For instance, a playlist curated for a relaxed, curious and shy cat spits out 30 tracks including The Cure’s “All Cats Are Grey” and “Never Run Away” by lo-fi singer-songwriter Kurt Vile.

Spotify has also launched a podcast called “My Dog’s Favorite Podcast” that’s meant to soothe pups when their owners leave the house.

Sources: CNN Business, NY Post

Why It’s Hot:

Another example of appeal to people’s expanded passions, especially pet owners. Amazon has embraced it with pet profiles, and innovation in the category continues to grow.

Delta Air Lines bets on AI to help its operations run smoothly in bad weather

In its first-ever keynote at CES, Delta announced a new AI-driven system that will help it make smarter decisions when the weather turns tough and its finely tuned operations get out of whack. In a first for the passenger airline industry, the company built a full-scale digital simulation of its operations that its new system can then use to suggest the best way to handle a given situation with the fewest possible disruptions for passengers.

It’s no secret that the logistics of running an airline are incredibly complex, even on the best of days. On days with bad weather, that means airline staff must figure out how to swap airplanes between routes to keep schedules on track, ensure that flight crews are available and within their FAA duty time regulations and that passengers can make their connections.

“Our customers expect us to get them to their destinations safely and on time, in good weather and bad,” said Erik Snell, Delta’s senior vice president of its Operations & Customer Center. “That’s why we’re adding a machine learning platform to our array of behind-the-scenes tools so that the more than 80,000 people of Delta can even more quickly and effectively solve problems, even in the most challenging situations.”

The new platform will go online in the spring of this year, the company says, and, like most of today’s AI systems, will get smarter over time as it is fed more real-world data. Thanks to the included simulation of Delta’s operations, it’ll also include a post-mortem tool to help staff look at which decisions could have resulted in better outcomes.

Source: TechCrunch

Why It’s Hot

Delivering on best in class CX in the airline industry is a beast, and Delta has consistently tried to win here (as previous covered by Forrester CX index and the like). Why lacking in the super-cool-tech factor, widespread use of AI In the airline industry makes a ton of sense.

Slack just taunted Microsoft with ‘OK boomer’ for running an ad campaign that looks almost exactly like one of Slack’s

Slack is leaning into its status as the young, hip startup by calling out its older, more established competition: Microsoft.

Slack tweeted a video on Thursday comparing a Slack ad and a Microsoft ad, showing the similarities between them and implying the Microsoft copied Slack’s concept. The video was captioned “ok boomer,” a phrase that has turned into a meme for millennials and Gen Z to voice their gripes with the baby boomer generation.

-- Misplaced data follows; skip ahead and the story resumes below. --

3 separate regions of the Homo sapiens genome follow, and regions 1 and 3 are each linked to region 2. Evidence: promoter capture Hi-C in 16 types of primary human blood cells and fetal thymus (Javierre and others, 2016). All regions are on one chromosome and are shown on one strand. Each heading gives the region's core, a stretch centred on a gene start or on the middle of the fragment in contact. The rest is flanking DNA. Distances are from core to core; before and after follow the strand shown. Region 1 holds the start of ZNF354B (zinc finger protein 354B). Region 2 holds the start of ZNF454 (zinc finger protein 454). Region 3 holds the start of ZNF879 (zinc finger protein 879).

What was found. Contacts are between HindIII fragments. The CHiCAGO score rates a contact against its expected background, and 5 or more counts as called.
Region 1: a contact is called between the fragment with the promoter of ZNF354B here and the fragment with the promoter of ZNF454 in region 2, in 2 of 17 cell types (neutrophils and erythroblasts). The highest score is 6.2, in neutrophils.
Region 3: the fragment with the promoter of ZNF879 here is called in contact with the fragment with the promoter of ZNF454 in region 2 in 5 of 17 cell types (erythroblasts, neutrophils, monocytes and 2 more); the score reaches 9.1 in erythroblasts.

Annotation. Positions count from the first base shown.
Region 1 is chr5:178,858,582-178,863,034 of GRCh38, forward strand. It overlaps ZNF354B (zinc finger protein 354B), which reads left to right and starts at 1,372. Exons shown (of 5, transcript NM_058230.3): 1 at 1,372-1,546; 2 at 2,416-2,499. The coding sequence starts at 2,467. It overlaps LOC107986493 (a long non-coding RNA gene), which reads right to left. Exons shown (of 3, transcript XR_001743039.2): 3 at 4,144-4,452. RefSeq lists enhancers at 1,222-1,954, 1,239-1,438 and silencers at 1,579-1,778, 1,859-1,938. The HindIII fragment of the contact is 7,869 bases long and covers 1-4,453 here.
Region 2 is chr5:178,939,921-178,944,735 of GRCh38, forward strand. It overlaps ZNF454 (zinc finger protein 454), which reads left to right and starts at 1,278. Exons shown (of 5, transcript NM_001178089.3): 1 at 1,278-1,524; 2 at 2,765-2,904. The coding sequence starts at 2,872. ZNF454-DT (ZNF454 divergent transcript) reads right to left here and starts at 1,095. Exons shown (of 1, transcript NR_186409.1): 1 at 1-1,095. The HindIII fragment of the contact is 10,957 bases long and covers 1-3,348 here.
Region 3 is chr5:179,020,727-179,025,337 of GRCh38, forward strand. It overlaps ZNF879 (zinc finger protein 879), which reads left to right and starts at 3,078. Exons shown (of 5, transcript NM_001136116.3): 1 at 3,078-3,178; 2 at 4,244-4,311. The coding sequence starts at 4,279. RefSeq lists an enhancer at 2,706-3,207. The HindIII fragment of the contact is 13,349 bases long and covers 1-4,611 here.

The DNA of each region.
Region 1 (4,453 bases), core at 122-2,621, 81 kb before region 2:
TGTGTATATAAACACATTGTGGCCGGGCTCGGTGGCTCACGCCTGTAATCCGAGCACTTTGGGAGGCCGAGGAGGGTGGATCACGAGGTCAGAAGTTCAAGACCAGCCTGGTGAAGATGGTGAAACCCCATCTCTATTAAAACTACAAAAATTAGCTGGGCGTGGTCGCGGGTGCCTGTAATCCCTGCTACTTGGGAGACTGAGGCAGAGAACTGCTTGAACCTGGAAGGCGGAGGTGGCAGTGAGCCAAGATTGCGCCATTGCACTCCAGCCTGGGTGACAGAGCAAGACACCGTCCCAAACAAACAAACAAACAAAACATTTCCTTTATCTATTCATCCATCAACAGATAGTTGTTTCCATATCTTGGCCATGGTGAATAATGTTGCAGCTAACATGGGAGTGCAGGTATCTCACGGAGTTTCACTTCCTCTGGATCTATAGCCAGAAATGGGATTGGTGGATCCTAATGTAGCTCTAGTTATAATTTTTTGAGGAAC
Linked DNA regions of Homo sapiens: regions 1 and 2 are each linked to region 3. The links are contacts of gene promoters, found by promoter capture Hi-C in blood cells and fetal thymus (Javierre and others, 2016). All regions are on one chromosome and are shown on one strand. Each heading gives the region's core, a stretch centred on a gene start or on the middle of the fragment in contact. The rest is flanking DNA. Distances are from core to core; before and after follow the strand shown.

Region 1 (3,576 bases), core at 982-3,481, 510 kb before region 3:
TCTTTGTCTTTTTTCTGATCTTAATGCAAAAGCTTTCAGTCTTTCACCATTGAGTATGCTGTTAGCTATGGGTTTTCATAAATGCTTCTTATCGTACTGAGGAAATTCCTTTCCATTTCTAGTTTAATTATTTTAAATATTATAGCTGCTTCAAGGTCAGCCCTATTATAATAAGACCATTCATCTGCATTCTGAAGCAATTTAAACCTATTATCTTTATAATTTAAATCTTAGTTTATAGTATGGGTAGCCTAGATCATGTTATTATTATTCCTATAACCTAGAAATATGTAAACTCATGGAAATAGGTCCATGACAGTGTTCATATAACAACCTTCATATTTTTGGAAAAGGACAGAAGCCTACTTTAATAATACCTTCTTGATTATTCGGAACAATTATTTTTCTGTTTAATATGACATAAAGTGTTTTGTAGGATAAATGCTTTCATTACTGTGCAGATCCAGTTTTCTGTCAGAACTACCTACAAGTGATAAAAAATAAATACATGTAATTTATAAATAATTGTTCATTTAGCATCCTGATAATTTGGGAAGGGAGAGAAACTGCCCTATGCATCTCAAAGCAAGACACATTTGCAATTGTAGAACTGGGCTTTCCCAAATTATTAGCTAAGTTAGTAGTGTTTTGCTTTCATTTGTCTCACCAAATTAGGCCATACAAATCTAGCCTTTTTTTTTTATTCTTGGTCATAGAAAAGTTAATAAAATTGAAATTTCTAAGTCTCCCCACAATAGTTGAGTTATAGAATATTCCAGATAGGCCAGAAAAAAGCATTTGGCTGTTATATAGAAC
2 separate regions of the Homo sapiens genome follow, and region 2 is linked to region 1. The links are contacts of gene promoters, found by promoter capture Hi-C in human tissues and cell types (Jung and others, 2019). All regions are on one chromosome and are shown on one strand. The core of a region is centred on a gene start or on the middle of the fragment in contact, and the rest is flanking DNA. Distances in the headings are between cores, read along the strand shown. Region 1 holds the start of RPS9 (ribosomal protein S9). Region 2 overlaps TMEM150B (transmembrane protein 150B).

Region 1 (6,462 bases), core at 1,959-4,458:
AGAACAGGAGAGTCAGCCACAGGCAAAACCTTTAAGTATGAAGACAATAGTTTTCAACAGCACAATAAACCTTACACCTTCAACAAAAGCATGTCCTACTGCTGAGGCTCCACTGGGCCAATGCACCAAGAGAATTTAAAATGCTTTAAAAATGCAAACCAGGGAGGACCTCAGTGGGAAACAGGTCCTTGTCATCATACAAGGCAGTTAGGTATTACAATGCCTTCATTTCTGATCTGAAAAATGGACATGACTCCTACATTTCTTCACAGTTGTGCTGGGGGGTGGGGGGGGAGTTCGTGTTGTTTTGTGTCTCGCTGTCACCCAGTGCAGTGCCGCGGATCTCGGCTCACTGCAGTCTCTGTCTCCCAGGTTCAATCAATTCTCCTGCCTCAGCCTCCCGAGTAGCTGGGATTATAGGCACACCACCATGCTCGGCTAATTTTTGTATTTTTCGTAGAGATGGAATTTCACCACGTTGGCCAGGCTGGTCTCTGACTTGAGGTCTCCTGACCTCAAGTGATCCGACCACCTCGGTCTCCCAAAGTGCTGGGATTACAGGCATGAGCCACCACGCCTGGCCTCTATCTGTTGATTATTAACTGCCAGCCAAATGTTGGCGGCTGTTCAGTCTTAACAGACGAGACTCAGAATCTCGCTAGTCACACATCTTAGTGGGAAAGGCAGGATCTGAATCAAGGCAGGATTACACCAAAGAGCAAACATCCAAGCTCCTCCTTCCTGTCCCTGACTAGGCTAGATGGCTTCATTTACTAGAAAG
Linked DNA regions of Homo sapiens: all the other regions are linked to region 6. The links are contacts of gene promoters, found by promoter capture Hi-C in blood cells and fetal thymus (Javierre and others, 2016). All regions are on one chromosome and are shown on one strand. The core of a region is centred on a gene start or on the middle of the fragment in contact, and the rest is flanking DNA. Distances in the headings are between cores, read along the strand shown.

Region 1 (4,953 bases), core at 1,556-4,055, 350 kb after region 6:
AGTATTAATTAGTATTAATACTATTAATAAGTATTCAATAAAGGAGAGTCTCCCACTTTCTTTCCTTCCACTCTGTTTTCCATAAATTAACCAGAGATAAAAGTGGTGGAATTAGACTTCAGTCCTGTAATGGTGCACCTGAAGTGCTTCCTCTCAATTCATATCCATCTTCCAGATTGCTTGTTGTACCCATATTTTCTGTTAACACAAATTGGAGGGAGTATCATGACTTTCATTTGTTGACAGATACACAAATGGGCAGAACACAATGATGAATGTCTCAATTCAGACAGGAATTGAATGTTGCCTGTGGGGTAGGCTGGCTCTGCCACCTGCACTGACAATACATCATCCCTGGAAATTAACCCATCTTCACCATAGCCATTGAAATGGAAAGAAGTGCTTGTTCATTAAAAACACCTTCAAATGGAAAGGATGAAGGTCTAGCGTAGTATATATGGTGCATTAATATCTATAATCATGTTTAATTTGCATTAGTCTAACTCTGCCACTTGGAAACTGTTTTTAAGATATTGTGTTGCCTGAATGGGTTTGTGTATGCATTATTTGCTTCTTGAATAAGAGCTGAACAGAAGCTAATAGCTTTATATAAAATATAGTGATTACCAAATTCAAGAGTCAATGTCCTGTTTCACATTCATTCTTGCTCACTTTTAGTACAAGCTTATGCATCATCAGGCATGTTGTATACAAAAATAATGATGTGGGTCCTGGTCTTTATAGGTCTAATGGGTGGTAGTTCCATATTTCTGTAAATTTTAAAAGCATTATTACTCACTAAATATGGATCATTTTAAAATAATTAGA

Watch the video here

Valued at $12 billion, Slack is as essential as an internet connection in some circles, and has even become a verb. Despite its ubiquity, however, the workplace chat app might be falling behind competitor Microsoft Teams.

On Tuesday, Microsoft announced that Teams hit 20 million daily users, while Slack most recently announced just 12 million users. Slack’s stock took a dive after the announcement.

At the same time, NY Times announced that at least five trademark applications are pending for the retort, according to a database for the federal patent office, including one by Fox Media, which hopes to use it for a possible television series.

Source: Business Insider

First came the “OK Boomer” memes on social media. Then came the T-shirts, phone cases and other merchandise emblazoned with the viral retort. Now, get ready for an all-out war at the United States Patent and Trademark Office and a possible television series using the phrase.

On Nov. 11, Fox Media filed a trademark application for a TV show called “OK Boomer,” one among a handful of applicants hoping to secure rights to the phrase hurled by Generation Z and millennials to older people who don’t understand their positions on various issues and anyone issuing condescending remarks. (This month, Chloe Swarbrick, a 25-year-old New Zealand lawmaker, even used it in Parliament to respond to a heckler during a debate on a zero carbon bill.)

Separate applications filed on Oct. 31 (by a man named Kevin Yen) and Nov. 14 (by the jewelry company Rust Belt Creations) described intentions to use the phrase on clothing items. Another application, filed on Nov. 12 (also by Rust Belt Creations), mentioned plans to sell decals and stickers. And an application filed on Nov. 13 (by William Grundfest, a TV producer known for “Mad About You”) referred to plans to use “OK Boomer” for live stage performances and lectures.

NYTimes

Why it’s Hot

Odd trend taking more odd turns.

HEFTY’S HOLIDAY PARTY CUPS ARE DESIGNED TO KILL ANNOYING FAMILY CONVERSATIONS

There are a variety of strategies for avoiding uncomfortable family conversations during the holidays—silently nodding, changing the topic, chugging the champagne, heading to the loo or skipping dinners altogether. But now, Hefty has swooped in with a solution that requires you to do practically nothing at all.

The brand has created special “Party Cups” inscribed with messages designed to prevent those awkward discussions from happening at all.